Proposed Budget Amendment – Water Supply Protection Trust

The Advisory Board has recently raised concerns over staffing levels a the Department of Conservation and Recreation’s (DCR’s) Division of Water Supply and Protection (DWSP). The Division fills the critical role of ensuring the quality of the MWRA’s public water supply, and understaffing could have many repercussions, including the requirement to build a filtration plan estimated to cost nearly $500 million.

Despite the fact that DWSP is fully funded by MWRA ratepayers and overseen by the Water Supply Protection Trust who have given direction to fill unfilled vacancies as quickly as possible, staffing levels have continued far below the levels required to fulfill DWSP’s mission. At the time of this writing, DWSP’s staffing has averaged 11% below 150 FTEs determined to be the appropriate level of staffing for the division.

The Advisory Board is proposing legislation that would amend the Chapter 149 of the Acts of 2004, which would reinforce the Water Supply Protection Trusts role in directly managing DWSP staffing and expenses to fill these positions as quickly as possible.

This letter was sent to Senate Leadership on May 18, 2021, and outlines our arguments for a legislative solution to administrative problem.

Chapter 149 of the Acts of 2004

Chapter 149 of the Acts of 2004 established the Water Supply Trust to oversee the Division of Water Supply Protection.

Click the image to view the excerpt of the law related to the Water Supply Protection Trust.

Mass DEP Reports Raise Concerns about DWSP Staffing Levels

Each year, the Massachusetts Department of Environmental Protection (MassDEP) inspects the Quabbin Reservoir, Ware River, and Wachusett watersheds specifically related to the MWRA’s ongoing waiver for filtration under the federal Safe Drinking Water Act.
This year’s reports have underscored the concerns raised by the Advisory Board, and discussed repeatedly by the Water Supply Protection Trust and the MWRA Board of Directors related to the Division of Water Supply Protection’s (DWSP’s) staffing levels.
In short, MassDEP expresses concerns that current levels of staffing – below DWSP’s previously identified needs – could impact critical watershed protection programs. MWRA and DCR DWSP will now be required to backfill critical vacancies or provide other strategies (e.g. contract services) to ensure all Watershed Protection Program workloads are met, and DCR will be reporting quarterly to MassDEP on the status of staffing as well as impacts to the watershed protection programs.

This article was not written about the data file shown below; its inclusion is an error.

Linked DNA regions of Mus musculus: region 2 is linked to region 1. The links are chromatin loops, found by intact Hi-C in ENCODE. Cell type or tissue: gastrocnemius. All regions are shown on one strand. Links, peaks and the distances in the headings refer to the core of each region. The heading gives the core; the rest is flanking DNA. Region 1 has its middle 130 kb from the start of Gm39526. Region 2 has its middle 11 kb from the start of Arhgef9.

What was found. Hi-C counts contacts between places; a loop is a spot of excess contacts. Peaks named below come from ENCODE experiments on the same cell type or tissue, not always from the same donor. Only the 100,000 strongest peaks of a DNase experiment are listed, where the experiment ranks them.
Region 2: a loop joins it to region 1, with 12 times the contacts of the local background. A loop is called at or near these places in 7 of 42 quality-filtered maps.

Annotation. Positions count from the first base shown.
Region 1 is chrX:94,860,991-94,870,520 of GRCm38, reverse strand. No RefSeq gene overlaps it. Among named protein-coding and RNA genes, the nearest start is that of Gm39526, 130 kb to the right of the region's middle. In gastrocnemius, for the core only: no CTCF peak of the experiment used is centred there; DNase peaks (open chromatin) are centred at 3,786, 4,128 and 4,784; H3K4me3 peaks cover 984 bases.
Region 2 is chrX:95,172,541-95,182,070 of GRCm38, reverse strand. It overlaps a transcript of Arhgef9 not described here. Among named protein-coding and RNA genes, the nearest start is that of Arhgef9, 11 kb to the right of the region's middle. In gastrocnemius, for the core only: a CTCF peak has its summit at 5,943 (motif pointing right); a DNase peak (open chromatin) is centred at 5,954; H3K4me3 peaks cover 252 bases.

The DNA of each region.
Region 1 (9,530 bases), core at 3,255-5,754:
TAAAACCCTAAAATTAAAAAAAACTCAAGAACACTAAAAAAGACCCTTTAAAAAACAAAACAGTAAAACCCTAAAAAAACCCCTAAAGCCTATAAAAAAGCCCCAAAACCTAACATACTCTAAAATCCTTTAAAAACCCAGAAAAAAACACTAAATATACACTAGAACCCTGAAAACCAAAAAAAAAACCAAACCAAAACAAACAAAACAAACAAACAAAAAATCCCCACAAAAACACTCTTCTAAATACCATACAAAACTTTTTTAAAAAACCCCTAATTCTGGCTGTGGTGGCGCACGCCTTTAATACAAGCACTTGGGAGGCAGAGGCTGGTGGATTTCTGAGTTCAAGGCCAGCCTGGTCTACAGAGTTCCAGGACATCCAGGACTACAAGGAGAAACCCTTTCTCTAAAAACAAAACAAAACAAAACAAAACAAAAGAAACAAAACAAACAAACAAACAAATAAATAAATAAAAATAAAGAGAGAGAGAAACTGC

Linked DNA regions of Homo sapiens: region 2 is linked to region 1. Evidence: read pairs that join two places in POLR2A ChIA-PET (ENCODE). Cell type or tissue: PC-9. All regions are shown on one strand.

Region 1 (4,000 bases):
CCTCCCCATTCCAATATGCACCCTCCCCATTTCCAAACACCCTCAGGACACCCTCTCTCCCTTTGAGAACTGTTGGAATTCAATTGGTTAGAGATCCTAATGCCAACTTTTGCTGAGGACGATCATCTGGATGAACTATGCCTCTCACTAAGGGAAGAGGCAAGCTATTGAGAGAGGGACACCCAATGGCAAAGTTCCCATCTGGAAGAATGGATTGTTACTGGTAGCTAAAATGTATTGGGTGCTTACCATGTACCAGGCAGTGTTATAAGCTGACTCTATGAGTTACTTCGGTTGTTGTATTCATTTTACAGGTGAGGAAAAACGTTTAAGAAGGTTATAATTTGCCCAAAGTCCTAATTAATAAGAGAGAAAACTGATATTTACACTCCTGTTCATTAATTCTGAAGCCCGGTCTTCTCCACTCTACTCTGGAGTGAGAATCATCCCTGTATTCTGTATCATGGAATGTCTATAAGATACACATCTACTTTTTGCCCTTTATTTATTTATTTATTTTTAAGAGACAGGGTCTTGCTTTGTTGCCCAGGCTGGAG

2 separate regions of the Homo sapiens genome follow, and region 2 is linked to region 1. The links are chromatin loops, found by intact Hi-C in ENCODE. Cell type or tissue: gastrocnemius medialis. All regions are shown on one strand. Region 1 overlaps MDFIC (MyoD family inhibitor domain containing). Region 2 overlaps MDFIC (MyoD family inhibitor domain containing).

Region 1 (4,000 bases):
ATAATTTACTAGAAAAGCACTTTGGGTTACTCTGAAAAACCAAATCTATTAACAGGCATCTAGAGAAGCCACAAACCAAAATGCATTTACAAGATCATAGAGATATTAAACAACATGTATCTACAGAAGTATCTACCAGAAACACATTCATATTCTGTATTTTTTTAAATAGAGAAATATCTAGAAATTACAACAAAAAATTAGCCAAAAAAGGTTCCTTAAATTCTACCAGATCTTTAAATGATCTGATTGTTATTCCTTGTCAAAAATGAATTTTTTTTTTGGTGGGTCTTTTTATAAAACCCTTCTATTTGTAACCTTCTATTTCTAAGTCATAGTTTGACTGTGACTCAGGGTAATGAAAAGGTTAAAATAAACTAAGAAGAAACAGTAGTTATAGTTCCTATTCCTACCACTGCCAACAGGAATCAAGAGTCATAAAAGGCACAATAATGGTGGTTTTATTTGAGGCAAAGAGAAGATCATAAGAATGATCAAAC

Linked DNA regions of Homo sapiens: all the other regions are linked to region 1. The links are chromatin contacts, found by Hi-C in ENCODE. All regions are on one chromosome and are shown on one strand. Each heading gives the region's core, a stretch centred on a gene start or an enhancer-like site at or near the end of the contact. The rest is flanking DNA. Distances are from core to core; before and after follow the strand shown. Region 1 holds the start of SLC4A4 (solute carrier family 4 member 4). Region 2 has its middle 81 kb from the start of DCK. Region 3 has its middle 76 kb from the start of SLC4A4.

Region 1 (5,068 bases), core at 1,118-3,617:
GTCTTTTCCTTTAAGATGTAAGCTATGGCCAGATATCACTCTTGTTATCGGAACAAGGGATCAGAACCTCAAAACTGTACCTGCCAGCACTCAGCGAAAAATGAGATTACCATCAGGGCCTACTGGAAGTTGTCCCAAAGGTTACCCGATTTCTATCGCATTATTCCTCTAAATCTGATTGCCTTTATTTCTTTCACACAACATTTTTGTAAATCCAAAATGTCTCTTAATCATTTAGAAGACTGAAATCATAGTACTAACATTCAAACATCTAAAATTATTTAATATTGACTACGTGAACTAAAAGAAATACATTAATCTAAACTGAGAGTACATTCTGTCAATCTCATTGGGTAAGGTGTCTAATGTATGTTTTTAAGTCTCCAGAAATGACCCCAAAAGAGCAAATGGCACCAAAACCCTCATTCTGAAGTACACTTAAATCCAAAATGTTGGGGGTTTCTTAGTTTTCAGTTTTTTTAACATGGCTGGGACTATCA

The Importance of the Watershed – Just the FAQs Video

Letters of Support

Keep the MWRA Board of Directors “As Is”

As the FY22 state budget process has unfolded, it has included language allowing the Secretary of the Executive Office of Energy and Environmental Affairs (EOEEA) to appoint a designee to represent her on the MWRA Board of Directors.

The Advisory Board, working with House Leadership, successfully removed that language from the final House version. The language has also been included in the Senate version, assuring that it will be part of conference committee deliberations? Why?

The MWRA is without doubt an environmental success story. It is, in fact, one of the best run and most accomplished entities created by the Commonwealth.

Over the past 36-plus years, they have cleaned up the Harbor, brought the Charles River back to life, provided the best drinking water in the country, maintained one of the highest bond ratings, and accomplished this without state appropriations. MWRA has spent over 7 billion dollars and has achieved ratepayer/community buy-in.

A major reason for this is due to the 11-member MWRA Board of Directors. The framers (writers) of the Enabling Act masterfully constructed a Board that provided 3 seats to the Governor, 3 seats to the communities through the Advisory Board, 3 seats to our largest community (Boston), along with seats to each of our host communities (Quincy and Winthrop). The Board’s dynamic — which does not give any entity a majority, guarantees dialogue as well give and take, and ultimately a resolution — works.

It mandated that the Secretary of EOEEA serve not only as a member but as the Board’s Chair.

This “hands on” approach for the environmental leader of Massachusetts has been critical in ensure that the MWRA’s environmental agenda has been set and vetted at the highest levels of government.

Without the Secretary mandated to be a part of the Board, the direct link will be gone, dissemination of information will be secondhand, and critical decisions possibly delayed.

Recommendation: The Advisory Board recommends that the MWRA Board of Directors direct Authority staff to communicate their concerns over the proposed changes to the MWRA Board of Directors composition with the Governor’s office and the House/Senate conference committees, urging them to keep the MWRA Board of Directors as it is currently composed.

It was worked for the past 12 secretaries over 36 years and should continue to do so.

Debt Service Assistance

The MWRA Advisory Board has worked throughout the years with its legislative partners to maintain funding for the Commonwealth Sewer Rate Relief Fund, also known as Debt Service Assistance (DSA). This year, the House has funded DSA, and the Advisory Board will continue to advocate that DSA be included in the final version of the FY22 budget. Debt Service Assistance has the largest and most profound impact upon MWRA ratepayers by directly reducing their assessment in the year following its receipt. We urge the Legislature to continue funding this critical line item.

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